Does God view your labors as ‘filthy rags’?

Michael J. Kruger:

When it comes to our justification—our legal standing before God—our own good works are in no way the grounds of God’s declaration that we are “righteous.” Indeed, the gospel is good news because we are saved not by what we have done, but by what Christ has done. We are accepted by God not because of our works, but in spite of them.

So what does God think of our good works after we are saved? Here, unfortunately, Christians often receive mixed messages. Somewhere along the way we have begun to believe that our pride is best held in check, and God’s grace is most magnified, when we denigrate all our efforts and all our labors as merely “filthy rags” in the sight of God (Is. 64:6).

But does God really view the Spirit-wrought works of his own children in such a fashion? Is God pleased only with Christ’s work, and always displeased with our own?

If the Beastie Boys were Muppets…

Muppets rapping “So What’cha Want”

HT: Aaron Earls (via Jonathan Howe)

Preach the Gospel to Yourself?

Nick Batzig:

10 or so years ago, it was exceedingly common to hear people in the broader Reformed and Evangelical circles saying things like, “You’ve got to learn to preach the Gospel to yourself!” Usually it came in the context of one friend counseling another during a period of struggle with sin, or during a period of painful trial. Occasionally you would hear the phrase surface in pulpits as well. But then there was pushback from certain theologically conservative corners. I remember hearing a well known biblical counsellor emphatically say that the idea of “preaching the Gospel to yourself” is nowhere to be found in Scripture. Others rightly suggested that it all depends on what you mean by “the Gospel.” If, by the Gospel, you mean merely justification so that it’s ok that you continue in sinful practices because you’ve been justified, then this is terribly wrongheaded. So, are we to “preach the Gospel to ourselves,” or is that idea foreign to the biblical teaching on sanctification and the Christian life? I’ve heard the phrase less and less over the years, but I’ve also appropriated it more and more into my life since then. In order to give due consideration to this subject, we first have to answer the question, “What is the Gospel?” Then we can scan the pages of Scripture to see if we have any descriptive or prescriptive grounds for preaching such a Gospel to ourselves.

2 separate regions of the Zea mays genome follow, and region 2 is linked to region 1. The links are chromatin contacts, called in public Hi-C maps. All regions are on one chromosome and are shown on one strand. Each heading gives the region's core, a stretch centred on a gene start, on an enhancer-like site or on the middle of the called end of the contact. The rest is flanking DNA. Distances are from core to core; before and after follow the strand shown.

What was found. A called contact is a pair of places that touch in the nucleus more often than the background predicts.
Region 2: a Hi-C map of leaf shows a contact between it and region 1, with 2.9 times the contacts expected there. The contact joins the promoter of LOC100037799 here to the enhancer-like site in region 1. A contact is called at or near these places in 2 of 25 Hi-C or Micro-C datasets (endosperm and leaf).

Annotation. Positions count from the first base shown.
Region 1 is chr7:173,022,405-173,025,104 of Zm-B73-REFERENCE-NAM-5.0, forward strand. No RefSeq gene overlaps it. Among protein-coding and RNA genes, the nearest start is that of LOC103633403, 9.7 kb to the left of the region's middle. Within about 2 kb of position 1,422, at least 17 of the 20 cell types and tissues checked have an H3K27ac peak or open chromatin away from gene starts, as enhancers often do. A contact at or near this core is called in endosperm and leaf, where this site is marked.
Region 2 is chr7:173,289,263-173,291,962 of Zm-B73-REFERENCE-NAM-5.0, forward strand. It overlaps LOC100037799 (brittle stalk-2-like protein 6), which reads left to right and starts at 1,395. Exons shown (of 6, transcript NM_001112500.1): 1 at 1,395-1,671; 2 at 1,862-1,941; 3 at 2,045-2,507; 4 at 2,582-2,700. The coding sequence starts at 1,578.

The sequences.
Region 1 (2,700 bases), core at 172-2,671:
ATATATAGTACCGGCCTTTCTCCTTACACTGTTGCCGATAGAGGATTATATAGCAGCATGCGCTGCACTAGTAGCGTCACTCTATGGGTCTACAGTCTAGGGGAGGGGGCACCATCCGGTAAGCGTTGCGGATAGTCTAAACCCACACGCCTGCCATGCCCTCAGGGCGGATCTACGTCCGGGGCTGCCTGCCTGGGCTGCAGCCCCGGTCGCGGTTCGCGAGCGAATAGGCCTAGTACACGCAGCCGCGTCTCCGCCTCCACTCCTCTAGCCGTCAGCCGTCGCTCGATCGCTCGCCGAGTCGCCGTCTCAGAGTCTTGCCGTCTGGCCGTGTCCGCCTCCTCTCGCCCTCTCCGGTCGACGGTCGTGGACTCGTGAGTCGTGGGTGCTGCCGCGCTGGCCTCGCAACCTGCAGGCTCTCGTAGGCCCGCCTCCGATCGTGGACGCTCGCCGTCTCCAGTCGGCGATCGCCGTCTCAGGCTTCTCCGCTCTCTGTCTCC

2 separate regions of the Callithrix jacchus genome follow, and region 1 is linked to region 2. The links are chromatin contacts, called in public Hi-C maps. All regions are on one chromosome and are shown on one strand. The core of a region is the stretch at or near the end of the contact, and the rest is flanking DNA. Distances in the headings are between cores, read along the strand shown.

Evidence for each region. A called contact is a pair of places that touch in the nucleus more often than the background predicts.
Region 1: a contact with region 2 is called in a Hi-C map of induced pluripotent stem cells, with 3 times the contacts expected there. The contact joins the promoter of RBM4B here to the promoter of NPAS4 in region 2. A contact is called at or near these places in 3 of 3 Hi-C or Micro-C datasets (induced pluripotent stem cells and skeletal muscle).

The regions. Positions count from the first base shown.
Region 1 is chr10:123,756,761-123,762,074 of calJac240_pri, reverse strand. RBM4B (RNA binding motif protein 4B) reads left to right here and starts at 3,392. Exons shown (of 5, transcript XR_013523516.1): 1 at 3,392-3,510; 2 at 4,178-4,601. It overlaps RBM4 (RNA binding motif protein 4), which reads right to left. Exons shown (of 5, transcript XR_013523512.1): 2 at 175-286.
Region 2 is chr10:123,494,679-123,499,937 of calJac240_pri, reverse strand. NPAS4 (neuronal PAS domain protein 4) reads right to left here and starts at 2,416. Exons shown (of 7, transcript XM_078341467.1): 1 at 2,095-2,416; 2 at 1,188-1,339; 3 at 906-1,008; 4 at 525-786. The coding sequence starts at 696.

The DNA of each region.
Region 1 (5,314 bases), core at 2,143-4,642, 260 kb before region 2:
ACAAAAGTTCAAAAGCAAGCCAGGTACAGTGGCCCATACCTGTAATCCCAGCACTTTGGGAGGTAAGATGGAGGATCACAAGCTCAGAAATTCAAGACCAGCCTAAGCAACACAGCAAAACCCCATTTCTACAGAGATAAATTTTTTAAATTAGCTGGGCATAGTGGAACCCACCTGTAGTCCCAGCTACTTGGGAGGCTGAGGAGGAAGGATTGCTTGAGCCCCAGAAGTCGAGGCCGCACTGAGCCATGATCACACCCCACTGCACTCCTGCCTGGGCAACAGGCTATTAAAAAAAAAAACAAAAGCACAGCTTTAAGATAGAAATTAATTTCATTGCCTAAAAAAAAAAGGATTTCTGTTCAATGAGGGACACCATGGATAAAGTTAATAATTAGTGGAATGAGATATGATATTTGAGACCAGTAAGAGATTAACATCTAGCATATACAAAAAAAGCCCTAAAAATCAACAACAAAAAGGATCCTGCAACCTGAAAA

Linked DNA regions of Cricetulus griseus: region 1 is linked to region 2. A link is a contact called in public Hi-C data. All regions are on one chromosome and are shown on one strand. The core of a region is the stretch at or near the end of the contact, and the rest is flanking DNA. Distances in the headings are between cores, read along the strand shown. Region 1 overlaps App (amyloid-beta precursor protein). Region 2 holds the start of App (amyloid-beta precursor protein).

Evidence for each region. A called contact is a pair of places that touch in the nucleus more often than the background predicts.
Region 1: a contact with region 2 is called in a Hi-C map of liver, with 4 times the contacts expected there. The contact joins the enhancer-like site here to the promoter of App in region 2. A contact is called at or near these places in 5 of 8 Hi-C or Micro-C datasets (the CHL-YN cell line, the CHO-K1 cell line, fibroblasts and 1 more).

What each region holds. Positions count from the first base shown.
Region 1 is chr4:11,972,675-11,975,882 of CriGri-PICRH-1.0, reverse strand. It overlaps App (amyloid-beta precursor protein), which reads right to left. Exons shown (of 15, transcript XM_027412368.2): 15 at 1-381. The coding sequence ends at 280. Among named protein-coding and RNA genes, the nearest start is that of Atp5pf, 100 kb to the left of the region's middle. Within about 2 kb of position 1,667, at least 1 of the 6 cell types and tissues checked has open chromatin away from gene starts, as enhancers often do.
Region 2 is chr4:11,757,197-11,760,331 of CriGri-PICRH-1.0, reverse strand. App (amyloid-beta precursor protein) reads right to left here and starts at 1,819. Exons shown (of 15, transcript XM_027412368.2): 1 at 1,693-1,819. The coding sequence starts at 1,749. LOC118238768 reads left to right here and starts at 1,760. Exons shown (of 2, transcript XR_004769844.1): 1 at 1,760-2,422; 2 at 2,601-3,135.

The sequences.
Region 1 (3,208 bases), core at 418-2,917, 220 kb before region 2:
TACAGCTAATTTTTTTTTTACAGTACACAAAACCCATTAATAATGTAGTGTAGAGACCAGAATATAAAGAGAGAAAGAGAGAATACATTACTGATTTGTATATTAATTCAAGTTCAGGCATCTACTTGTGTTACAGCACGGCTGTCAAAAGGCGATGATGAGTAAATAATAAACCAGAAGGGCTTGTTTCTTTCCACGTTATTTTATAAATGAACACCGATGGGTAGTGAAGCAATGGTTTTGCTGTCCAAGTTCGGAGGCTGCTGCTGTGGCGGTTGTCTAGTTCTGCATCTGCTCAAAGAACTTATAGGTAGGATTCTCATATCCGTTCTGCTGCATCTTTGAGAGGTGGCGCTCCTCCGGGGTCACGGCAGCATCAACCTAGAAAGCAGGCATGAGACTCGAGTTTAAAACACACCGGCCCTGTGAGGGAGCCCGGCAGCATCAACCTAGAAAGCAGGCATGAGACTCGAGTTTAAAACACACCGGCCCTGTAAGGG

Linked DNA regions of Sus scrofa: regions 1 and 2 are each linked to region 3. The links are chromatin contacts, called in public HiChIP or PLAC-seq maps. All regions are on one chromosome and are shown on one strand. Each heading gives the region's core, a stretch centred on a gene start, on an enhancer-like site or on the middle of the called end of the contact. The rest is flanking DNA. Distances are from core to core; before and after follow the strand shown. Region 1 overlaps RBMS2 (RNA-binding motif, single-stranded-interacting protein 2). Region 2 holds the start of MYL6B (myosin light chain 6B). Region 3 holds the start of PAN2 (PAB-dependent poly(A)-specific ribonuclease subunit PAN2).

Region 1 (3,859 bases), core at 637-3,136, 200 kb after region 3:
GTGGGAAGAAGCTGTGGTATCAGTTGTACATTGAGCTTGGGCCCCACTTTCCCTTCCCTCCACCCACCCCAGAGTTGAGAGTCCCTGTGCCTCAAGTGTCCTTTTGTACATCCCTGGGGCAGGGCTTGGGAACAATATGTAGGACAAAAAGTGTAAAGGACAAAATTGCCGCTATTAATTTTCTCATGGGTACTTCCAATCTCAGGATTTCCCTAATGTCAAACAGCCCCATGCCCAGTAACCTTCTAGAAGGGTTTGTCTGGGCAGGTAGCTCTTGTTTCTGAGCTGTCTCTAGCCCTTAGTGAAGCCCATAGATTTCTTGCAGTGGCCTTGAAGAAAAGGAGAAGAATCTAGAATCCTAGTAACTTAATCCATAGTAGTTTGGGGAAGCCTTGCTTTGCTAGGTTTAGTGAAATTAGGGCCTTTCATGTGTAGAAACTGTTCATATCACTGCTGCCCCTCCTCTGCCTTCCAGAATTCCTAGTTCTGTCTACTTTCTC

We Reproduce what We Know

JD Payne offers wise counsel.

Why We Love to Read

Tim Challies:

Sometimes you need to do a lot of reading to come away with one really good idea. Some books yield nothing but nonsense; some yield nothing but ideas you have come across a thousands times before. But then, at last, you find that one that delivers. There is such joy in it. Such reward.

New and noteworthy books

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One of my favorite times of the day, after coming home and greeting my family is seeing what mail has arrived. This is not because I super-love receiving bills in the mail, but because I’m in the position where a number of Christian publishers regularly send me copies of many of the latest Christian books. Here’s a quick look at a few of the most interesting in the latest batch (along with a few that aren’t so new, but I’m glad to have in the library):

The Wonder-Working God by Jared C. Wilson. The thematic sequel to his also recently released (and excellent) book, The Storytelling God:

Do you believe in miracles?

Walking on water. Multiplying the fish and the loaves. Raising Lazarus from the dead. The miracles of Jesus may be well known, but they’re often misunderstood. In The Wonder-Working God, pastor Jared Wilson wants to help us see that there’s more than meets the eye when it comes to the miraculous events recorded in the Gospels.

From the humble wonder of the incarnation to the blinding glory of the transfiguration, this book shows how Jesus’s miracles reveal his divinity, authority, and ultimate mission: restoring us and this world to a right relationship with God.

Women of the Word by Jen Wilkin. “Offering a clear and concise plan to help women go deeper in their study of Scripture, this book will equip you to engage God’s Word in a way that trains your mind and transforms your heart.”

The Theology of the Westminster Standards: Historical Context and Theological Insights by J. V. Fesko:

Church historian John Fesko walks readers through the background and theology of the Westminster Confession, the Larger Catechism, and the Shorter Catechism, helpfully situating them within their original context. Organized according to the major categories of systematic theology, this book utilizes quotations from other key works from the same time period to shed light on the history and significance of these influential documents.